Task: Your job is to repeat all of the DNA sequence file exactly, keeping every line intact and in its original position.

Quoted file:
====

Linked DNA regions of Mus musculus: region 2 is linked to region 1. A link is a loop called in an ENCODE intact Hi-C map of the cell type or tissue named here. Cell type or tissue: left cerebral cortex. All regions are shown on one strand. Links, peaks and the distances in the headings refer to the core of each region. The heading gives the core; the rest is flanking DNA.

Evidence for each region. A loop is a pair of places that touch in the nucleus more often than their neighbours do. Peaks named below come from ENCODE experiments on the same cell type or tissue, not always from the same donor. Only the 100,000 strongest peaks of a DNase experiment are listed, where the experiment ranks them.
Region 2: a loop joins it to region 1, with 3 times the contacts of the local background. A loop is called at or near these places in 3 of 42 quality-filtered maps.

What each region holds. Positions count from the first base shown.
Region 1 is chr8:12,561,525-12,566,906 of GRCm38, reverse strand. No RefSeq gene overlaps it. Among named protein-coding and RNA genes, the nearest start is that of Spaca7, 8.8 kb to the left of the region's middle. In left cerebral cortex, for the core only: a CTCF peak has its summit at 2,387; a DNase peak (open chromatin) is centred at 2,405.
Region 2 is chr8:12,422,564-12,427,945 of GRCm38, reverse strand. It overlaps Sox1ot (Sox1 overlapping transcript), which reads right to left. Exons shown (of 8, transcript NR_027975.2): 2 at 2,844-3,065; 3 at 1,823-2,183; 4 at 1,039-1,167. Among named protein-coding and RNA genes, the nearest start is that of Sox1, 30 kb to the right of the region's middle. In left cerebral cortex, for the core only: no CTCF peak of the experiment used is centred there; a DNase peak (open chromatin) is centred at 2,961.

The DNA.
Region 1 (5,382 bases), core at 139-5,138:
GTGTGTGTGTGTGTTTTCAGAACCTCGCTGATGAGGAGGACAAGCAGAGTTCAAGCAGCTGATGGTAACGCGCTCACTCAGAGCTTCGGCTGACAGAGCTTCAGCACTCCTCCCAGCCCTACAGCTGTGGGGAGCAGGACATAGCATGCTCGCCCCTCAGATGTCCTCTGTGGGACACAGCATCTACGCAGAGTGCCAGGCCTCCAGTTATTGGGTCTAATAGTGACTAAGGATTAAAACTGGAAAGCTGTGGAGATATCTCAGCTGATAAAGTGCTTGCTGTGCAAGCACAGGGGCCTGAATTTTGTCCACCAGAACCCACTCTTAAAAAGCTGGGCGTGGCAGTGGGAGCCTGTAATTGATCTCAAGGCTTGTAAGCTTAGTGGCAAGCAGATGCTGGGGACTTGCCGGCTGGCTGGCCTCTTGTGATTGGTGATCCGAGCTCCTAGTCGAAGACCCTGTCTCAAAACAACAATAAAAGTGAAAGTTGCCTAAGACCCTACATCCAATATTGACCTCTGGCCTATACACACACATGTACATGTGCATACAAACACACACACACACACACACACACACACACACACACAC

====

Linked DNA regions of Mus musculus: region 2 is linked to region 1. A link is a loop called in an ENCODE intact Hi-C map of the cell type or tissue named here. Cell type or tissue: left cerebral cortex. All regions are shown on one strand. Links, peaks and the distances in the headings refer to the core of each region. The heading gives the core; the rest is flanking DNA.

Evidence for each region. A loop is a pair of places that touch in the nucleus more often than their neighbours do. Peaks named below come from ENCODE experiments on the same cell type or tissue, not always from the same donor. Only the 100,000 strongest peaks of a DNase experiment are listed, where the experiment ranks them.
Region 2: a loop joins it to region 1, with 3 times the contacts of the local background. A loop is called at or near these places in 3 of 42 quality-filtered maps.

What each region holds. Positions count from the first base shown.
Region 1 is chr8:12,561,525-12,566,906 of GRCm38, reverse strand. No RefSeq gene overlaps it. Among named protein-coding and RNA genes, the nearest start is that of Spaca7, 8.8 kb to the left of the region's middle. In left cerebral cortex, for the core only: a CTCF peak has its summit at 2,387; a DNase peak (open chromatin) is centred at 2,405.
Region 2 is chr8:12,422,564-12,427,945 of GRCm38, reverse strand. It overlaps Sox1ot (Sox1 overlapping transcript), which reads right to left. Exons shown (of 8, transcript NR_027975.2): 2 at 2,844-3,065; 3 at 1,823-2,183; 4 at 1,039-1,167. Among named protein-coding and RNA genes, the nearest start is that of Sox1, 30 kb to the right of the region's middle. In left cerebral cortex, for the core only: no CTCF peak of the experiment used is centred there; a DNase peak (open chromatin) is centred at 2,961.

The DNA.
Region 1 (5,382 bases), core at 139-5,138:
GTGTGTGTGTGTGTTTTCAGAACCTCGCTGATGAGGAGGACAAGCAGAGTTCAAGCAGCTGATGGTAACGCGCTCACTCAGAGCTTCGGCTGACAGAGCTTCAGCACTCCTCCCAGCCCTACAGCTGTGGGGAGCAGGACATAGCATGCTCGCCCCTCAGATGTCCTCTGTGGGACACAGCATCTACGCAGAGTGCCAGGCCTCCAGTTATTGGGTCTAATAGTGACTAAGGATTAAAACTGGAAAGCTGTGGAGATATCTCAGCTGATAAAGTGCTTGCTGTGCAAGCACAGGGGCCTGAATTTTGTCCACCAGAACCCACTCTTAAAAAGCTGGGCGTGGCAGTGGGAGCCTGTAATTGATCTCAAGGCTTGTAAGCTTAGTGGCAAGCAGATGCTGGGGACTTGCCGGCTGGCTGGCCTCTTGTGATTGGTGATCCGAGCTCCTAGTCGAAGACCCTGTCTCAAAACAACAATAAAAGTGAAAGTTGCCTAAGACCCTACATCCAATATTGACCTCTGGCCTATACACACACATGTACATGTGCATACAAACACACACACACACACACACACACACACACACACACAC